Layaway is a form of extreme wishing where the retailer takes care of the storage of your intended purchases while you give them money on a payment plan over time that in theory results in your purchases arriving under the tree at just the right time. As I recall, the penalty for missing a payment is that they keep the stuff you wanted and all the money you paid to date.The ad for this says “free layaway” as if that’s a new feature. Actually, the deal with layaway was that it was always interest free. Only later did stores start adding handling charges and then credit cards became more and more common. But for the new generation of people for whom layaway is a new concept, this probably seems like a good deal.
I can’t blame retailers for wanting to be innovative about increasing their sales during the holiday season. They are in business. There are plenty of people who want to buy gifts for themselves and others. It’s the basic agreement of commerce.
Layaway represents a kind of cautious optimism. It’s based on the belief that you will be employed in some fashion at least through the holiday season, long enough to get your treasures out of the back storeroom. It’s also based on the caution that you would just as soon not pay interest on borrowed money the way you would if you used your credit card. It’s something of the perfect risk for the young shopper who does not already come equipped with a credit card. (I suppress an eye roll here but I know people whose children have their own credit cards.)
I remember my early teenage years in New Mexico with my first independent shopping forays. When I wasn’t babysitting the adorable little girls next door at 50 cents an hour, I would go to my mother’s antique shop downtown. Our town was small, population 8,000 or so if you didn’t count the university. One friend’s mom worked at J. C. Penney; another, at the office supply and stationery shop near the town square.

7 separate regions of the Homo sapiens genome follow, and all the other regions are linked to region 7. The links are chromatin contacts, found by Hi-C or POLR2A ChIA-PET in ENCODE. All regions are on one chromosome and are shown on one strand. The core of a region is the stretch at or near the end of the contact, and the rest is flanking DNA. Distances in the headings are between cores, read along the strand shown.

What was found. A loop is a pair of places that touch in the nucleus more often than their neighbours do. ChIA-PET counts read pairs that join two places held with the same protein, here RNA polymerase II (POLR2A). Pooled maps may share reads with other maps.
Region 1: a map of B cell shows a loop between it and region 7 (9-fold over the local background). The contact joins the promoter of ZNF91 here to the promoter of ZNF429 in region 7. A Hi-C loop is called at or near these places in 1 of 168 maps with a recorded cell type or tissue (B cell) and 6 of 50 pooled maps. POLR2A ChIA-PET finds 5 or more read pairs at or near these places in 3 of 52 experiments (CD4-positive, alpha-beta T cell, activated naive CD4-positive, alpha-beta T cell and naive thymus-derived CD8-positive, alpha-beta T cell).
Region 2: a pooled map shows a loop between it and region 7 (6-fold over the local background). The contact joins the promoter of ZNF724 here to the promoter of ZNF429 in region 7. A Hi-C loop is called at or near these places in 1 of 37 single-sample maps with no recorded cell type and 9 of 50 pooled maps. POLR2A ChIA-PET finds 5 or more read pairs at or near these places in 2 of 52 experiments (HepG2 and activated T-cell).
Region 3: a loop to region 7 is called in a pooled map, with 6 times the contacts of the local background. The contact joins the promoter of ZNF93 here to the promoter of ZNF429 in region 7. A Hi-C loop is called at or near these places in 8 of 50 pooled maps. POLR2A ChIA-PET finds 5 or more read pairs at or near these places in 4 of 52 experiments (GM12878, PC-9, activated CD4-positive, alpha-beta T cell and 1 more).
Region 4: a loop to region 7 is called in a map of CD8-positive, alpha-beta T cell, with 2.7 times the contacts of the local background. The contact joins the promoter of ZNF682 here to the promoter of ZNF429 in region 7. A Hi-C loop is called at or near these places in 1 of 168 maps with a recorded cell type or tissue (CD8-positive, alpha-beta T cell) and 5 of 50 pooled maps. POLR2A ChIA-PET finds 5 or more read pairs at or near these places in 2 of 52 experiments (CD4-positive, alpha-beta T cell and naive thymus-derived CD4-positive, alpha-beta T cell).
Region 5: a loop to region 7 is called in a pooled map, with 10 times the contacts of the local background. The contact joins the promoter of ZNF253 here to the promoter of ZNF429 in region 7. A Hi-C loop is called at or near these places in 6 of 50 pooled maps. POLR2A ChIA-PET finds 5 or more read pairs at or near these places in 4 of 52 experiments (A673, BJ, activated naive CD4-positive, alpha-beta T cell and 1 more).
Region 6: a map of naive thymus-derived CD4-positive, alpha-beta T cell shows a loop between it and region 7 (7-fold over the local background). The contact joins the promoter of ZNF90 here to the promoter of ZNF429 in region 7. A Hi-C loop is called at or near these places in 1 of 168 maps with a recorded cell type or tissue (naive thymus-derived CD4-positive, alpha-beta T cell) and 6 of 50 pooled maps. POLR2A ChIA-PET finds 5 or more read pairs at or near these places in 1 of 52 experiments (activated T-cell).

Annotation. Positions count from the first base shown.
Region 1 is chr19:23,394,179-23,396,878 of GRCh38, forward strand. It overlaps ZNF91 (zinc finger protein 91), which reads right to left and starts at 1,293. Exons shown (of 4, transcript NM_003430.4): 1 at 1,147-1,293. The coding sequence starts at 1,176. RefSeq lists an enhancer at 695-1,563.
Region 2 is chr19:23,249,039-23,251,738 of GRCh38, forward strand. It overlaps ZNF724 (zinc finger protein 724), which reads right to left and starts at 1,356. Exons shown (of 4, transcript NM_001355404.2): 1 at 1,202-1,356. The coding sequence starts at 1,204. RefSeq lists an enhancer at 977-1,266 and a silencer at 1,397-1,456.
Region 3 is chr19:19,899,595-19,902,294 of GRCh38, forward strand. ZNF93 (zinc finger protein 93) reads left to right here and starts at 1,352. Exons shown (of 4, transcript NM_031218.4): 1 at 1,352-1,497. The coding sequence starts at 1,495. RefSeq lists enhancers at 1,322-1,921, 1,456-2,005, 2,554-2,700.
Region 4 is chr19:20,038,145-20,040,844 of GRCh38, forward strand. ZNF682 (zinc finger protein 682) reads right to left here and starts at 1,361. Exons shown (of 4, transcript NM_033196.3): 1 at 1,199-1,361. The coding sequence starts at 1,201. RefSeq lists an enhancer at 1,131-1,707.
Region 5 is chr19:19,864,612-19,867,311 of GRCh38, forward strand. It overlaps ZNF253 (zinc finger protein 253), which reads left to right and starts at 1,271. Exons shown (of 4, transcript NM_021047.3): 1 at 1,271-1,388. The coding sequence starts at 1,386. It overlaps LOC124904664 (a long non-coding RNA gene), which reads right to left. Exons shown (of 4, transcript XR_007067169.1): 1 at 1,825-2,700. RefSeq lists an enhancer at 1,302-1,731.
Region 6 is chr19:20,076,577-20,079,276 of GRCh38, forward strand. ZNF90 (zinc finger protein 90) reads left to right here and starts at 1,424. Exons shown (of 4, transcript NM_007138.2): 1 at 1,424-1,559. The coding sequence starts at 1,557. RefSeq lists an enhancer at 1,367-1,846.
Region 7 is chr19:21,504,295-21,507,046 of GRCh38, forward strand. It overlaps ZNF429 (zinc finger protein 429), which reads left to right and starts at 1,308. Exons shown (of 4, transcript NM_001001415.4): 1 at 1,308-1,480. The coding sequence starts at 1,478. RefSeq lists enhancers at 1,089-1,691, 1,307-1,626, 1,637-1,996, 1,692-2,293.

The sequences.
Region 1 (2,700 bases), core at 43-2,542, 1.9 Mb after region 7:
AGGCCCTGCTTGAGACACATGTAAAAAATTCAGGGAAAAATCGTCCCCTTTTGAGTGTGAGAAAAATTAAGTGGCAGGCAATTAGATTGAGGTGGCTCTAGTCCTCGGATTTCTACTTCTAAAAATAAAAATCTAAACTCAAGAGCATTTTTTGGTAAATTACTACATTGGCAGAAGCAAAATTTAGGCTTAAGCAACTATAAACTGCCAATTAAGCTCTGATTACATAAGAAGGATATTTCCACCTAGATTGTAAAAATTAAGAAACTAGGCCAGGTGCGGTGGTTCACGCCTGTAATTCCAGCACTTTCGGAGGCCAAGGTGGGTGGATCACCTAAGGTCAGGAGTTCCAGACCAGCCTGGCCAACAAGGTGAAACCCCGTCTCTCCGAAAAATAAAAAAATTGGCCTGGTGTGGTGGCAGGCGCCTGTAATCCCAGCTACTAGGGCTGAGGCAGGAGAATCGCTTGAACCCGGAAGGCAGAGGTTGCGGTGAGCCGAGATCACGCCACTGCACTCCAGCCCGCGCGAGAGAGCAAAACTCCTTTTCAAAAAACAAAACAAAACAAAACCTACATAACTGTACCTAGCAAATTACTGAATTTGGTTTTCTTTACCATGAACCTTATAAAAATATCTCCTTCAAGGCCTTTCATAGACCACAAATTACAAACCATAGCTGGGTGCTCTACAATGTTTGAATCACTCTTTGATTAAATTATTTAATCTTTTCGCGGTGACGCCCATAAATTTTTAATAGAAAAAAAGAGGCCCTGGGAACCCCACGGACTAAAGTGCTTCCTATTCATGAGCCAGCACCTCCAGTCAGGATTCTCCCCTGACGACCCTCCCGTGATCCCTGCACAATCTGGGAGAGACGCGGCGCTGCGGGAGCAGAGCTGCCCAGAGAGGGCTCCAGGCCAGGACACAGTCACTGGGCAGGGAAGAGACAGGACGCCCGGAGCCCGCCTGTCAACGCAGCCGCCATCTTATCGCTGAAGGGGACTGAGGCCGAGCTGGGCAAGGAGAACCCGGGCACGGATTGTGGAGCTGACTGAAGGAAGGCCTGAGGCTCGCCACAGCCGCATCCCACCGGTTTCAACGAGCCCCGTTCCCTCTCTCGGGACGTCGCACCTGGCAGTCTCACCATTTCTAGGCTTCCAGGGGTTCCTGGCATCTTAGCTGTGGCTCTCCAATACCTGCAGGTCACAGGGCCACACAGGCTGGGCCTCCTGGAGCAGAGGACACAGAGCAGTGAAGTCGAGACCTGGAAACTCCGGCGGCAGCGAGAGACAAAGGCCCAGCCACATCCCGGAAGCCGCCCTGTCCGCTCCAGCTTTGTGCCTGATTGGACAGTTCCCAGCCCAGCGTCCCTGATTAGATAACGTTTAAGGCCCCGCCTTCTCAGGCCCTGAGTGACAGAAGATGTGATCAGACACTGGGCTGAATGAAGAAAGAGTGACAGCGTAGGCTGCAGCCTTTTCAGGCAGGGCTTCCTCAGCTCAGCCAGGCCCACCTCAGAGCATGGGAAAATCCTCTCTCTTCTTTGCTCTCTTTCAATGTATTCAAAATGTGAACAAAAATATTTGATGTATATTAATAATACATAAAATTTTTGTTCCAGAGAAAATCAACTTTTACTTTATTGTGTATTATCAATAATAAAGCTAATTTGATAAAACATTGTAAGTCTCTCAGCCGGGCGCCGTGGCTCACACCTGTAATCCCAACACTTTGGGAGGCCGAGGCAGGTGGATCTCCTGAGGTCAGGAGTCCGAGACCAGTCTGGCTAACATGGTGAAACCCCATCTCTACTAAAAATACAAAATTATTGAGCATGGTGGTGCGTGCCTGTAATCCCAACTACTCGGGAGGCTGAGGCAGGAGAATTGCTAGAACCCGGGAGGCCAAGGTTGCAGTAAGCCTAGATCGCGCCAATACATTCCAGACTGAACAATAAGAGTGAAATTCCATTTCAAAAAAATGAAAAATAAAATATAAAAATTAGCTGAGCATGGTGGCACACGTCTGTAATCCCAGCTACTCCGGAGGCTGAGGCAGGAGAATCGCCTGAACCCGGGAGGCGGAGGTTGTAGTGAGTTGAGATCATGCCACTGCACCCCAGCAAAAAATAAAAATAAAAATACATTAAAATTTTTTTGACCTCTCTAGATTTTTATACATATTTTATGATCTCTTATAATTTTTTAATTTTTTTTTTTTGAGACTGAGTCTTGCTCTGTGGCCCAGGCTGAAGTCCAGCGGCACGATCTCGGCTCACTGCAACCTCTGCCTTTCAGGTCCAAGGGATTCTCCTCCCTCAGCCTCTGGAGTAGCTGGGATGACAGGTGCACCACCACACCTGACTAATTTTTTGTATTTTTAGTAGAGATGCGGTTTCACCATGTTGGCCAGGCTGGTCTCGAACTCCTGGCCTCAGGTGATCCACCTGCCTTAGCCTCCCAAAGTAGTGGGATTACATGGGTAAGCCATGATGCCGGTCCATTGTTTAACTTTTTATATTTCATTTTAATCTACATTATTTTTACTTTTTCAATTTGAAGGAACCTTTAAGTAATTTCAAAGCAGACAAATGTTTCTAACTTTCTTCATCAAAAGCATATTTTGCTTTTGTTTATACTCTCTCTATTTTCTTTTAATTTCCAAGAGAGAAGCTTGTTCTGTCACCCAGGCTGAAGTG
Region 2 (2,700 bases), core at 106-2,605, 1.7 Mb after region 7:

These early experiences fostered the young shopaholic urges that really start to bloom in the teen years. It used to be that I was an easy mark for penny candy and twelve-and-a-half cent comic books. My 50 cents a week pre-teen allowance could yield 2 comic books and a hoard of penny candy each week. If my brother and I agreed on the comics we bought, it was like getting four comic books a week. He learned to tolerate my Weird Tales and I gained a certain taste for Fighting Forces. It helped that my favorite penny candy was a treat called Kits, chocolate-flavored taffy squares individually wrapped which sold for a set of four for a penny. Do the math, and I could get one hundred pieces of candy and a week’s worth of thrills and chills every week.
This bit of heaven gave way to more grown up tastes. At age 5 or 6, I had fallen deeply—well, deeply for a 5 or 6-year-old—in love with my father’s friend who was an assistant manager at an office supply store in Florida. Tall, dark, handsome and with a seemingly endless supply of colored pencils, crayons, Cray-Pas, watercolors and an assortment of paper, Phil was ideal husband material in my mind. The small inconvenience of his being some 25 years older was a flaw I was willing to overlook. Tragically, Phil married someone else, an adult with presumably more interests in common. At first I was jealous. Then, I shrugged it off as Phil’s loss. He could have gone hunting with my father every weekend and I could draw beautiful pictures for him.
But I never lost my love of office and art supplies.